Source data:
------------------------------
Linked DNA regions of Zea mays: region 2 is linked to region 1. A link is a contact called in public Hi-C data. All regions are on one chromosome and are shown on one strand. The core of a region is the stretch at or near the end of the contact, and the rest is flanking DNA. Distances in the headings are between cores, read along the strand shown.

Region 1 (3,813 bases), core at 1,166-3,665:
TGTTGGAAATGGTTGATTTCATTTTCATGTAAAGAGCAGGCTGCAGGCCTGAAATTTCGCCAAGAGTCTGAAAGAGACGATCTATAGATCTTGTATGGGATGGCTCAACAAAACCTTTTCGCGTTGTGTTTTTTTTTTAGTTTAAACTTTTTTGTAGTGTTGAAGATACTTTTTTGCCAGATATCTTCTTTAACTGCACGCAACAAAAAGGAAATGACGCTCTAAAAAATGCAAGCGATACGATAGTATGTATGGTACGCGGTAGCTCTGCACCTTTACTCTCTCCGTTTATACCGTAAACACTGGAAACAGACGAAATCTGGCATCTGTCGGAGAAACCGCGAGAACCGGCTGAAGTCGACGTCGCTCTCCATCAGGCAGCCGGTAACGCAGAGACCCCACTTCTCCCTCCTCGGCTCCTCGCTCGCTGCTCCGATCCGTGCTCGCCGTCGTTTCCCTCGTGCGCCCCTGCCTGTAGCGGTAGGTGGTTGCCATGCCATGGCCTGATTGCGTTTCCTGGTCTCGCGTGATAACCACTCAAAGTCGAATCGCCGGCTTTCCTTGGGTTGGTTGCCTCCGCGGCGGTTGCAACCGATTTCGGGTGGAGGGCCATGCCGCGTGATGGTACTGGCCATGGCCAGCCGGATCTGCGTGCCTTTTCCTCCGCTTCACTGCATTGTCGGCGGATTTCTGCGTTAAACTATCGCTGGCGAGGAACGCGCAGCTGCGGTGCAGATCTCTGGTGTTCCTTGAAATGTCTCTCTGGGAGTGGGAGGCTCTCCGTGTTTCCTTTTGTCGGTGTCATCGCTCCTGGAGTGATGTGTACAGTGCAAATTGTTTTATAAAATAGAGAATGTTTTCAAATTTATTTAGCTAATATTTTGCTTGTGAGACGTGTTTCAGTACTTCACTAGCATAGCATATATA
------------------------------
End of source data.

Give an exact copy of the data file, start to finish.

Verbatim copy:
Linked DNA regions of Zea mays: region 2 is linked to region 1. A link is a contact called in public Hi-C data. All regions are on one chromosome and are shown on one strand. The core of a region is the stretch at or near the end of the contact, and the rest is flanking DNA. Distances in the headings are between cores, read along the strand shown.

Region 1 (3,813 bases), core at 1,166-3,665:
TGTTGGAAATGGTTGATTTCATTTTCATGTAAAGAGCAGGCTGCAGGCCTGAAATTTCGCCAAGAGTCTGAAAGAGACGATCTATAGATCTTGTATGGGATGGCTCAACAAAACCTTTTCGCGTTGTGTTTTTTTTTTAGTTTAAACTTTTTTGTAGTGTTGAAGATACTTTTTTGCCAGATATCTTCTTTAACTGCACGCAACAAAAAGGAAATGACGCTCTAAAAAATGCAAGCGATACGATAGTATGTATGGTACGCGGTAGCTCTGCACCTTTACTCTCTCCGTTTATACCGTAAACACTGGAAACAGACGAAATCTGGCATCTGTCGGAGAAACCGCGAGAACCGGCTGAAGTCGACGTCGCTCTCCATCAGGCAGCCGGTAACGCAGAGACCCCACTTCTCCCTCCTCGGCTCCTCGCTCGCTGCTCCGATCCGTGCTCGCCGTCGTTTCCCTCGTGCGCCCCTGCCTGTAGCGGTAGGTGGTTGCCATGCCATGGCCTGATTGCGTTTCCTGGTCTCGCGTGATAACCACTCAAAGTCGAATCGCCGGCTTTCCTTGGGTTGGTTGCCTCCGCGGCGGTTGCAACCGATTTCGGGTGGAGGGCCATGCCGCGTGATGGTACTGGCCATGGCCAGCCGGATCTGCGTGCCTTTTCCTCCGCTTCACTGCATTGTCGGCGGATTTCTGCGTTAAACTATCGCTGGCGAGGAACGCGCAGCTGCGGTGCAGATCTCTGGTGTTCCTTGAAATGTCTCTCTGGGAGTGGGAGGCTCTCCGTGTTTCCTTTTGTCGGTGTCATCGCTCCTGGAGTGATGTGTACAGTGCAAATTGTTTTATAAAATAGAGAATGTTTTCAAATTTATTTAGCTAATATTTTGCTTGTGAGACGTGTTTCAGTACTTCACTAGCATAGCATATATA